The Second Anniversary of This Blog: Greetings to the Planet Earth


At this second anniversary of my first post, I start by thanking the thousands of readers who have visited this site.  Every day when I look at the list of visitors (who are identified in the stats by city and country only), I'm overwhelmed. 

As I explained last year on the first anniversary of the blog (see "Related Posts" below), this blog has unexpectedly changed my life.  It occurred to me the other day that my musings were really a form of autobiography coupled with my life philosophy and the outpourings of a compulsive teacher who (rightly or wrongly) has a lot to say on a wide variety of topics.  Then there are the stories I get to tell in final form (having told and retold them all my life).  I'm from a family of storytellers (the high-falutin word is "raconteurs"), and my favorite stories have turned into blog posts, one after another, detailing the adventures of my family, friends, partners, pets, and people I barely know.  Taken all in all—stories, philosophy, advice—this blog constitutes the most important writing I've ever done in my entire life (and this includes my large output of legal works and various novels). 

Why?  Because I know from the feedback I get that people like these posts, and some posts have been life-changing for my readers.  That amazes me.  When someone in Tunisia writes me that he's able for the first time to face his own homosexuality because of my blog, or a teenager in the United States writes to ask if he should come out to his parents even though they've announced they'll kill him if they learn he's gay (I said no, but told him to plan his escape route now), or someone in Jordan tells me that "Muslin Atheist" perfectly describes the hell that surrounds him, or one reader sends out dozens of copies of "Going Undercover at an Ex-Gay Meeting" because she thinks it should be mandatory reading, I'm jolted.  When I wrote my first post two years ago (pitiful thing that it was), I had no idea that I would end up communicating with the world. 

As of this morning, 156 countries have visited my blog since August 22 of last year (there were no accurate records for the first nine months of the blog).  Here is a list of the top fifty countries visiting the blog since then (each "Hit" is a visit by someone from that country, including repeat visitors):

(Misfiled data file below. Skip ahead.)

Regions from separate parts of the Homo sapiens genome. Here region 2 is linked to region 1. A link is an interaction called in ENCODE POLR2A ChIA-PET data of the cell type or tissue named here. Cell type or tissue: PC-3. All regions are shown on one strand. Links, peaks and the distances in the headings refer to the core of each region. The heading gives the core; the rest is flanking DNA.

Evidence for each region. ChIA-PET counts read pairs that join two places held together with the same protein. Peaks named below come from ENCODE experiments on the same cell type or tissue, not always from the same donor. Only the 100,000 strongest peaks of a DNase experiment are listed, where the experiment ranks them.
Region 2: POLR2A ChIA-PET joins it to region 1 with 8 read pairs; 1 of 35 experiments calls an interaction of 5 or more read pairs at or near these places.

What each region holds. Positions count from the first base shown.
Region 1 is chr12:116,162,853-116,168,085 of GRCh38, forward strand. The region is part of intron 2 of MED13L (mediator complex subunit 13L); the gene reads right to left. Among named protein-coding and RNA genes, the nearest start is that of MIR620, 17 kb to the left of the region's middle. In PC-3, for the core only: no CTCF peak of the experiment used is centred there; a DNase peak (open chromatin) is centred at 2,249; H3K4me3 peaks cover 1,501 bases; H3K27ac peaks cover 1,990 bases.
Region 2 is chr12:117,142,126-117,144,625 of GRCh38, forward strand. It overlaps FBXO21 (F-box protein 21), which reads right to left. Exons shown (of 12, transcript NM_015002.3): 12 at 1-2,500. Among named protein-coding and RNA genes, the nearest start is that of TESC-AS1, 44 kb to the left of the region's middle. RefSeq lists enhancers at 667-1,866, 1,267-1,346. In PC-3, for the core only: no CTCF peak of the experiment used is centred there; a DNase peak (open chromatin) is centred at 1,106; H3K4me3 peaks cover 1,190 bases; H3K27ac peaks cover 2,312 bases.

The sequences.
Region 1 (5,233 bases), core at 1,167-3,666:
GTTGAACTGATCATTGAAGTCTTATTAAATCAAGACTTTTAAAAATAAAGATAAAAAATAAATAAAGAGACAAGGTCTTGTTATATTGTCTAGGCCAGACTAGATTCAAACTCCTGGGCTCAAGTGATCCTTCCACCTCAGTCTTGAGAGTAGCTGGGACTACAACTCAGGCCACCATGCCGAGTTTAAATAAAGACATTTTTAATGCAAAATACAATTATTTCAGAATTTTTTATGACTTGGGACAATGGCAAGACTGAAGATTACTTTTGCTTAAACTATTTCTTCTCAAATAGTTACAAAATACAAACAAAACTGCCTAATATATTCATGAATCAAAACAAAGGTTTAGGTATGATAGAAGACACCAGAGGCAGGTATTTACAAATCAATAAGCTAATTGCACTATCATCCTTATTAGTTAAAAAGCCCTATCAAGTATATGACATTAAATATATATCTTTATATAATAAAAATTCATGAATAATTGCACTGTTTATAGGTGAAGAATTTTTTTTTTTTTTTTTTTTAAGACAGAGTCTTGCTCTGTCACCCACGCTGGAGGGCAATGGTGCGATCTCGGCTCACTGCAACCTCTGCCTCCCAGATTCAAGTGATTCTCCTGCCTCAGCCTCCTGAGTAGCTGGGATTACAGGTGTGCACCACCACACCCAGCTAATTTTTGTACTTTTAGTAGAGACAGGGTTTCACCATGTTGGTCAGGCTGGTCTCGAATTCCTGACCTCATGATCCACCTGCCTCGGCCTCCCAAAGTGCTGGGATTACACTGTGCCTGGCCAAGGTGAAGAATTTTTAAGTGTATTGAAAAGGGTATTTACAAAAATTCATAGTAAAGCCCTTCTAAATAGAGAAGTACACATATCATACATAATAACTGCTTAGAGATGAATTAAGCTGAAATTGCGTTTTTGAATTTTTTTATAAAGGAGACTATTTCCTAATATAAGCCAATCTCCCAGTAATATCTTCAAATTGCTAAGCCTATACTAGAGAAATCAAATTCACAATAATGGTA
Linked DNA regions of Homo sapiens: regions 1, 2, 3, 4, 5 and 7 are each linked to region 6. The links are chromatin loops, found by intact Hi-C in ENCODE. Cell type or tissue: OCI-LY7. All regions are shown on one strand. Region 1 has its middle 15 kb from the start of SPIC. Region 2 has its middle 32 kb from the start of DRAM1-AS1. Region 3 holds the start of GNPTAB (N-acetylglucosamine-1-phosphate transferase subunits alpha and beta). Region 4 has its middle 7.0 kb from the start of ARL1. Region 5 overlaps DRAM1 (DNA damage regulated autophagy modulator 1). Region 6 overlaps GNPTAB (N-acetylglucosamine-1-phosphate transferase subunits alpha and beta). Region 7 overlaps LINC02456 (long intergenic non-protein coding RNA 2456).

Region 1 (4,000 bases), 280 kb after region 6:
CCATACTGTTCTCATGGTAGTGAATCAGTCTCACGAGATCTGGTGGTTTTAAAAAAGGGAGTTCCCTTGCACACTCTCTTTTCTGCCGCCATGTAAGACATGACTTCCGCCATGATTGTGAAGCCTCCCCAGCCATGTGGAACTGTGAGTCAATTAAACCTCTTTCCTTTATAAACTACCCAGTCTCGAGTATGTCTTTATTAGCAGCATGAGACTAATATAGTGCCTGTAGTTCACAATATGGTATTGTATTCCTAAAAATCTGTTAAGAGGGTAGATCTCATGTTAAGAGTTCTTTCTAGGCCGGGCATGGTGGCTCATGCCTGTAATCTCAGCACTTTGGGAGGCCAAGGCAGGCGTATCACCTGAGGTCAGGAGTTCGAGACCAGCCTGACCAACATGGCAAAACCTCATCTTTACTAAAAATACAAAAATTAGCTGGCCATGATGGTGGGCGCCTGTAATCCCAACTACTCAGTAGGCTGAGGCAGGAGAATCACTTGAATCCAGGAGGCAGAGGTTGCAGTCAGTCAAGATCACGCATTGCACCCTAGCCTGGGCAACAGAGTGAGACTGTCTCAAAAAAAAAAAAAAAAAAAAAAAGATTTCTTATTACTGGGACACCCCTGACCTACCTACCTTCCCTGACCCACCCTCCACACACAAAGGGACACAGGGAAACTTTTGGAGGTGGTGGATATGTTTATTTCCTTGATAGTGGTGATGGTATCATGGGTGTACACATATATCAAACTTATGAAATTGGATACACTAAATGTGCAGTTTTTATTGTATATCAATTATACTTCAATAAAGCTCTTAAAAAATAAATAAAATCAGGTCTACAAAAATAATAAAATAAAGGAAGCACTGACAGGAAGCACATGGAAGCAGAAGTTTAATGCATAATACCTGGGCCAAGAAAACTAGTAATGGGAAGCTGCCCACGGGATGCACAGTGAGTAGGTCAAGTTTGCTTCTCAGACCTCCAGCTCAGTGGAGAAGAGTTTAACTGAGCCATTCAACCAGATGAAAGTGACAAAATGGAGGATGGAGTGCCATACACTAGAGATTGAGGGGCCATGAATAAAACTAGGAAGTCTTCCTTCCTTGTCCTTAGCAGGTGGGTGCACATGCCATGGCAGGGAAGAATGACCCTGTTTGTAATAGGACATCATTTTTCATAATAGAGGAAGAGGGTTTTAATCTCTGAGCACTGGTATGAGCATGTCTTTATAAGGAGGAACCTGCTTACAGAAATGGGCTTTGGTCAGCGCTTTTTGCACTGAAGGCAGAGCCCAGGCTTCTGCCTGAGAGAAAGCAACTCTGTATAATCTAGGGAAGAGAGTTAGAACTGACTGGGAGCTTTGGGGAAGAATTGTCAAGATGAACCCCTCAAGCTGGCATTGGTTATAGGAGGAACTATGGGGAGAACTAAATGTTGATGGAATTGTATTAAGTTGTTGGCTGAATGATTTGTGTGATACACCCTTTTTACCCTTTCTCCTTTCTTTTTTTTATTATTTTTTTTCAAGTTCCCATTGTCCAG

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You can find the complete list of all countries by clicking on View My Stats under the StatCounter symbol at the top left of each page of this blog.  On the screen that pops up on the left Country/State/City/ISP produces this list of countries, or allows the reader to see a similar list of cities.  If instead of Country/State/City/ISP you click on Recent Visitor Activity you come upon a screen that lists every visitor to this site like this:

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Number of Entries identifies how many pages of the blog the viewer visited (each page contains about six blog posts).  Thus the visitor from Dearborn, Michigan, visited one page (which had on it the post about mortgage foreclosures), while the visitor from Iraq spent a lot of time on the blog since he/she visited seven pages of posts, staying on the final page for 2 minutes and 41 seconds.  The "0 seconds" on the entry for the Dearborn visitor means only that he/she did not move to a second page.  Here are the first 20 visitors from this morning (Dec. 17):

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These data record fascinating things about the visitors.  For reasons I can't explain a post entitled: "How To Impress People in a Conversation" is very popular in India, but nowhere else on the planet.  The posts having to do with sex—no surprise—attract visitors from all over the world.  Some people searching for one thing (such as "How to communicate with God") end up with something else ("An Atheist Interviews God").  There are quick visits, by which I mean that the visitor took one look at a post and immediately clicked away.  An example: someone Googling "sexy notes" would reach my post about preventing mortgage foreclosures because the promissory note is missing ("The Sexy Promissory Note"), not at all what he/she was looking for (even though it has a cute cartoon of a promissory note with its arm around a hooker).  The opposite of that is someone who stumbles upon my blog, likes what he/she finds, and reads everything.  A couple of months ago someone from Birmingham, England, read all that I've  ever posted, which took two weeks of reading.